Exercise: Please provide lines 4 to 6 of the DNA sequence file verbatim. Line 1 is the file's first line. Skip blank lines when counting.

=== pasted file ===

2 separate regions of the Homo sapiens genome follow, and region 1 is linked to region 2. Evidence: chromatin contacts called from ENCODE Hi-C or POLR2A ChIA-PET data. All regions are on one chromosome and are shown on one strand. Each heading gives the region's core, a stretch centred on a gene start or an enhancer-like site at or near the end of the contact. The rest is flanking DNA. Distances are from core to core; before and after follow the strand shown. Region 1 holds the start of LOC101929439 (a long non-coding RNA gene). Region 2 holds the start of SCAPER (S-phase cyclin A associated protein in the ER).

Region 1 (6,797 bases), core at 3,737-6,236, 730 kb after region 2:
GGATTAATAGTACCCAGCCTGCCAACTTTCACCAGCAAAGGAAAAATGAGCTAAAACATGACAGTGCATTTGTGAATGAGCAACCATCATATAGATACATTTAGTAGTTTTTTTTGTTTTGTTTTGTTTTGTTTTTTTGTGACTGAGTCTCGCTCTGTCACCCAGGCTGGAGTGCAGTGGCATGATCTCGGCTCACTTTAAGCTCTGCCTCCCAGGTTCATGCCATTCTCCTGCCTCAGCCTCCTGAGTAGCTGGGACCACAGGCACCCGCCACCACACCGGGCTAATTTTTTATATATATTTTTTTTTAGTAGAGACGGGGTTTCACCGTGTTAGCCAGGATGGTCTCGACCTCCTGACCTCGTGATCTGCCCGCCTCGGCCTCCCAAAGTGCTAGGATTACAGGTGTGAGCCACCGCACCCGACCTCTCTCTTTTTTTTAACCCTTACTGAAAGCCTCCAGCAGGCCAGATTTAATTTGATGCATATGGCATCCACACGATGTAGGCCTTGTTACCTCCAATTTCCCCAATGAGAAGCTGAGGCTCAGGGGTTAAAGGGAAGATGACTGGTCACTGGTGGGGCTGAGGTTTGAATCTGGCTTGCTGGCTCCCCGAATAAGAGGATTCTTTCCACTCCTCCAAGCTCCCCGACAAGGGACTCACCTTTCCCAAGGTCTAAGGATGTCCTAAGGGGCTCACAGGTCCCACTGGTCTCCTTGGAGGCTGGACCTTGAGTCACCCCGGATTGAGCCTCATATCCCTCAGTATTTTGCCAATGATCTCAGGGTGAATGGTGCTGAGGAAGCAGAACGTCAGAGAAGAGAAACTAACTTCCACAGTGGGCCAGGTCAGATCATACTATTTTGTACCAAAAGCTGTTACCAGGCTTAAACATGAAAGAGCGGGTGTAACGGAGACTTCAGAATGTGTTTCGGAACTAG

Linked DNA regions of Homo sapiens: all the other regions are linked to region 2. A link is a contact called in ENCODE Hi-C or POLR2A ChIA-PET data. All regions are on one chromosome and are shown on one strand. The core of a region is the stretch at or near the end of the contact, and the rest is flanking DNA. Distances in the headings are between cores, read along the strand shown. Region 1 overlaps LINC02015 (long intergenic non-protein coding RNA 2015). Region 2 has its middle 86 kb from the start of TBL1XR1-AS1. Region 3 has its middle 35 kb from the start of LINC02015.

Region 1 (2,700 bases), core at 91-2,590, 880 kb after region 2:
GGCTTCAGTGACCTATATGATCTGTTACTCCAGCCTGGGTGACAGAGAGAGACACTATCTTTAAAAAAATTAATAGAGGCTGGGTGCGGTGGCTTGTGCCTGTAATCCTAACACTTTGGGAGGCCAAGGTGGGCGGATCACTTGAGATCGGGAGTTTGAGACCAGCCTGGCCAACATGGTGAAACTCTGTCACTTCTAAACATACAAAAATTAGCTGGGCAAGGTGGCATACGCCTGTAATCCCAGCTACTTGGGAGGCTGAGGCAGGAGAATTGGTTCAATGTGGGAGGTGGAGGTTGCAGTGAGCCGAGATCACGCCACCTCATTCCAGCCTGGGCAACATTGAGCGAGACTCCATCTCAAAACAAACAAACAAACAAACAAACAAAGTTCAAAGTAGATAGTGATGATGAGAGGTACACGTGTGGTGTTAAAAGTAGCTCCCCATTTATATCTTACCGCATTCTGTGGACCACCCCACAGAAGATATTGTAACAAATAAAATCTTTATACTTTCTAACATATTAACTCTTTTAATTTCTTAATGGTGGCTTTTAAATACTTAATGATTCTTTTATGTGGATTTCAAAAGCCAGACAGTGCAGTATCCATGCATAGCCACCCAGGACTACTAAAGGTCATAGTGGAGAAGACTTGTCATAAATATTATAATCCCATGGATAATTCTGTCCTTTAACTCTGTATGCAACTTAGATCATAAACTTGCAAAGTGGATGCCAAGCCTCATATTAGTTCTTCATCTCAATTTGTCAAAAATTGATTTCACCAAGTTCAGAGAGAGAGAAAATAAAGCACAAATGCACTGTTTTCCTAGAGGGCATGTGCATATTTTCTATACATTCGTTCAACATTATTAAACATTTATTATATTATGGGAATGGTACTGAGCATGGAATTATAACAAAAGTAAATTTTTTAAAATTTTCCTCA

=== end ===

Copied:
Linked DNA regions of Homo sapiens: all the other regions are linked to region 2. A link is a contact called in ENCODE Hi-C or POLR2A ChIA-PET data. All regions are on one chromosome and are shown on one strand. The core of a region is the stretch at or near the end of the contact, and the rest is flanking DNA. Distances in the headings are between cores, read along the strand shown. Region 1 overlaps LINC02015 (long intergenic non-protein coding RNA 2015). Region 2 has its middle 86 kb from the start of TBL1XR1-AS1. Region 3 has its middle 35 kb from the start of LINC02015.

Region 1 (2,700 bases), core at 91-2,590, 880 kb after region 2:
GGCTTCAGTGACCTATATGATCTGTTACTCCAGCCTGGGTGACAGAGAGAGACACTATCTTTAAAAAAATTAATAGAGGCTGGGTGCGGTGGCTTGTGCCTGTAATCCTAACACTTTGGGAGGCCAAGGTGGGCGGATCACTTGAGATCGGGAGTTTGAGACCAGCCTGGCCAACATGGTGAAACTCTGTCACTTCTAAACATACAAAAATTAGCTGGGCAAGGTGGCATACGCCTGTAATCCCAGCTACTTGGGAGGCTGAGGCAGGAGAATTGGTTCAATGTGGGAGGTGGAGGTTGCAGTGAGCCGAGATCACGCCACCTCATTCCAGCCTGGGCAACATTGAGCGAGACTCCATCTCAAAACAAACAAACAAACAAACAAACAAAGTTCAAAGTAGATAGTGATGATGAGAGGTACACGTGTGGTGTTAAAAGTAGCTCCCCATTTATATCTTACCGCATTCTGTGGACCACCCCACAGAAGATATTGTAACAAATAAAATCTTTATACTTTCTAACATATTAACTCTTTTAATTTCTTAATGGTGGCTTTTAAATACTTAATGATTCTTTTATGTGGATTTCAAAAGCCAGACAGTGCAGTATCCATGCATAGCCACCCAGGACTACTAAAGGTCATAGTGGAGAAGACTTGTCATAAATATTATAATCCCATGGATAATTCTGTCCTTTAACTCTGTATGCAACTTAGATCATAAACTTGCAAAGTGGATGCCAAGCCTCATATTAGTTCTTCATCTCAATTTGTCAAAAATTGATTTCACCAAGTTCAGAGAGAGAGAAAATAAAGCACAAATGCACTGTTTTCCTAGAGGGCATGTGCATATTTTCTATACATTCGTTCAACATTATTAAACATTTATTATATTATGGGAATGGTACTGAGCATGGAATTATAACAAAAGTAAATTTTTTAAAATTTTCCTCA